The OSH Act

The Occupational Safety and Health Act of 1970, often referred to as the OSH Act (not OSHA Act) was signed into law on December 29, 1970, and established the Occupational Safety and Health Administration (OSHA) as the regulatory agency in charge of protecting the workforce of America (OSHA, 1970).

However, people often wonder, why was OSHA needed and started?

Well in the ‘60s the United States was facing serious concerns, including civil rights, women’s rights, mounting environmental problems, and at the same time occupational injuries, illnesses, and fatalities were on the rise. In fact, disabling injuries increased by 20% during the ’60s and an average of 14,000 workers were dying each year (OSHA, 2001). The table below helps to put these numbers into perspective.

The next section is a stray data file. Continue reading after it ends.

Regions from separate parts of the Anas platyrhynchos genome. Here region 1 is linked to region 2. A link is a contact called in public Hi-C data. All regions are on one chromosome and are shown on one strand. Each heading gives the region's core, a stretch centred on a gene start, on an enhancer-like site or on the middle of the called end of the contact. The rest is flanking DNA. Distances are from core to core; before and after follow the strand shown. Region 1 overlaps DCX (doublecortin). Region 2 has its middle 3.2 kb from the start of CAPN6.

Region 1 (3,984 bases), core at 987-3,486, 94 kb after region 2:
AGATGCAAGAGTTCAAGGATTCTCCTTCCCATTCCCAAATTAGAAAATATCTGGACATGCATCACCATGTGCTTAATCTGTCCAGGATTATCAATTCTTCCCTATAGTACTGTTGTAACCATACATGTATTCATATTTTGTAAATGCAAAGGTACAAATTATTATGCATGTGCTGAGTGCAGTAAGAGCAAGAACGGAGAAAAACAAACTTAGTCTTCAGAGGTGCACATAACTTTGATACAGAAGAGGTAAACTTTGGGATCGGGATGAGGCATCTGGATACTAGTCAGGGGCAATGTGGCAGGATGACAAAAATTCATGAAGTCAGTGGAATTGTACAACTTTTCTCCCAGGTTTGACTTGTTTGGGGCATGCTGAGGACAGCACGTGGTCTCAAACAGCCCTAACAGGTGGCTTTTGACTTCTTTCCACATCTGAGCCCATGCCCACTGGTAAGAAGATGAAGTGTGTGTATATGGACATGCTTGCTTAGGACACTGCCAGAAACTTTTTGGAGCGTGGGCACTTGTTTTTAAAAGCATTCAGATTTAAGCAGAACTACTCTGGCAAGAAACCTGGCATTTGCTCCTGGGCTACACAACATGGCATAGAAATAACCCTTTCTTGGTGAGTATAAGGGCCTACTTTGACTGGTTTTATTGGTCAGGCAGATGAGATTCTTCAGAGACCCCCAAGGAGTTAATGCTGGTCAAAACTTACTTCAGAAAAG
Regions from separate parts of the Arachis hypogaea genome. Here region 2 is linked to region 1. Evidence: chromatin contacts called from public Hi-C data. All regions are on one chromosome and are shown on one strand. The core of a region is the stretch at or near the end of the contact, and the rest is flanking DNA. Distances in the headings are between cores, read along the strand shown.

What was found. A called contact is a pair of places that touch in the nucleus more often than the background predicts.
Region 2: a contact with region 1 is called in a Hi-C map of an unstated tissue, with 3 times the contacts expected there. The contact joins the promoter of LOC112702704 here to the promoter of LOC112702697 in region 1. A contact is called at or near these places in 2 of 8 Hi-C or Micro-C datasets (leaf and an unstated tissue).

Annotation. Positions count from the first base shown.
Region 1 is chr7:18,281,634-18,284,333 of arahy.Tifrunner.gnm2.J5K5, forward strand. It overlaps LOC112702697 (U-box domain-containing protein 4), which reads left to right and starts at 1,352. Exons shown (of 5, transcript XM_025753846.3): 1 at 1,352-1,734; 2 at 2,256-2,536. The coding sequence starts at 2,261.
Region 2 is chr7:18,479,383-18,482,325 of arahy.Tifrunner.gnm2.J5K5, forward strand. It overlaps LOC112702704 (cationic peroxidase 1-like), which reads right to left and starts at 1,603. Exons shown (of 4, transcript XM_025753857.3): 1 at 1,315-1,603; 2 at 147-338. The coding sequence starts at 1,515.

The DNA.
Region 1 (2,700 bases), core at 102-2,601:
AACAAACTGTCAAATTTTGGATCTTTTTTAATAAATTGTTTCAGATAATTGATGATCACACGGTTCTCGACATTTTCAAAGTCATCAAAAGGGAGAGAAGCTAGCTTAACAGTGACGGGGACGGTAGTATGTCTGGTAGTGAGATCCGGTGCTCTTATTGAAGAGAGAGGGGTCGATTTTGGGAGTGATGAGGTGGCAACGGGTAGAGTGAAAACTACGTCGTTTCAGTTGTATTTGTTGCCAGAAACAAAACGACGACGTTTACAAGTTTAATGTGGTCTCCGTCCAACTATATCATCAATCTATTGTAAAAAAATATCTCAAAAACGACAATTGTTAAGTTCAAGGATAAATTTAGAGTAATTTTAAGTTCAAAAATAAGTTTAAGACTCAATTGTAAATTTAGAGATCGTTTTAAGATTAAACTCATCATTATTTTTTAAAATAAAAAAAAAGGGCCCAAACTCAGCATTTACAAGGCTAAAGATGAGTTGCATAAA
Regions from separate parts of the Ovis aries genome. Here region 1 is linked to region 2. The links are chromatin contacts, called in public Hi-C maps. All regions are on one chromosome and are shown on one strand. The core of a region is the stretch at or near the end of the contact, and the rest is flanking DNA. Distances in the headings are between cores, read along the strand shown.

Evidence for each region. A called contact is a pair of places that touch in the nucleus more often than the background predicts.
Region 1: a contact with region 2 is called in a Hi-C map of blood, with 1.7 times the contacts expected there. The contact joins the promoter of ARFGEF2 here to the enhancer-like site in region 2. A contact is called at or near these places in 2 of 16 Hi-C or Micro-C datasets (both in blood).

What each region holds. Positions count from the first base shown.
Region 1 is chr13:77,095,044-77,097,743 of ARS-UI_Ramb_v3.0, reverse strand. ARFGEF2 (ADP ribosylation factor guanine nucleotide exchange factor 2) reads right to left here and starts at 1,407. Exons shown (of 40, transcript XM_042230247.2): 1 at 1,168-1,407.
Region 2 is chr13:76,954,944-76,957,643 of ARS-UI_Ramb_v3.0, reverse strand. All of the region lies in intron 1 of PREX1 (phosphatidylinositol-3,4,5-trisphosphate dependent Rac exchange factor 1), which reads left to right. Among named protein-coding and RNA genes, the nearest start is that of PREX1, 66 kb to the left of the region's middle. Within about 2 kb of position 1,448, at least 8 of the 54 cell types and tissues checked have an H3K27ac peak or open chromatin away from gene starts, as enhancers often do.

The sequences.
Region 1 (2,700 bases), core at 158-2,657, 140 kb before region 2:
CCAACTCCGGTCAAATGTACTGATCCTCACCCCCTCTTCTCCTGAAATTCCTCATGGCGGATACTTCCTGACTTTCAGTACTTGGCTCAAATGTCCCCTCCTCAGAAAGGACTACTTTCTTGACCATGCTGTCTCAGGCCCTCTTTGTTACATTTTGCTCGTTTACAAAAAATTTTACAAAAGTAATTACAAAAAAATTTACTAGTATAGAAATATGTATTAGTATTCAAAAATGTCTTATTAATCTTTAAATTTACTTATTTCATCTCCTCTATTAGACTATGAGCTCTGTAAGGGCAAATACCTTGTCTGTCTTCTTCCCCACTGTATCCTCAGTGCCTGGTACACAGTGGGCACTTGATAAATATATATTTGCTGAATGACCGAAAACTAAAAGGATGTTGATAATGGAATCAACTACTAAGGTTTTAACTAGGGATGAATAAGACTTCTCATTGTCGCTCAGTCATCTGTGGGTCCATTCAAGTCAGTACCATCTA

For the Working Hours, a typical employee working 40 hours per week, there would be an average of 6.73 workers dying EVERY WORKING HOUR!

 

 

References:

OSHA. (1970). OSH Act of 1970. https://www.osha.gov/laws-regs/oshact/completeoshact

OSHA. (2001). OSHA’s 30th Anniversary. https://www.osha.gov/aboutosha/30-years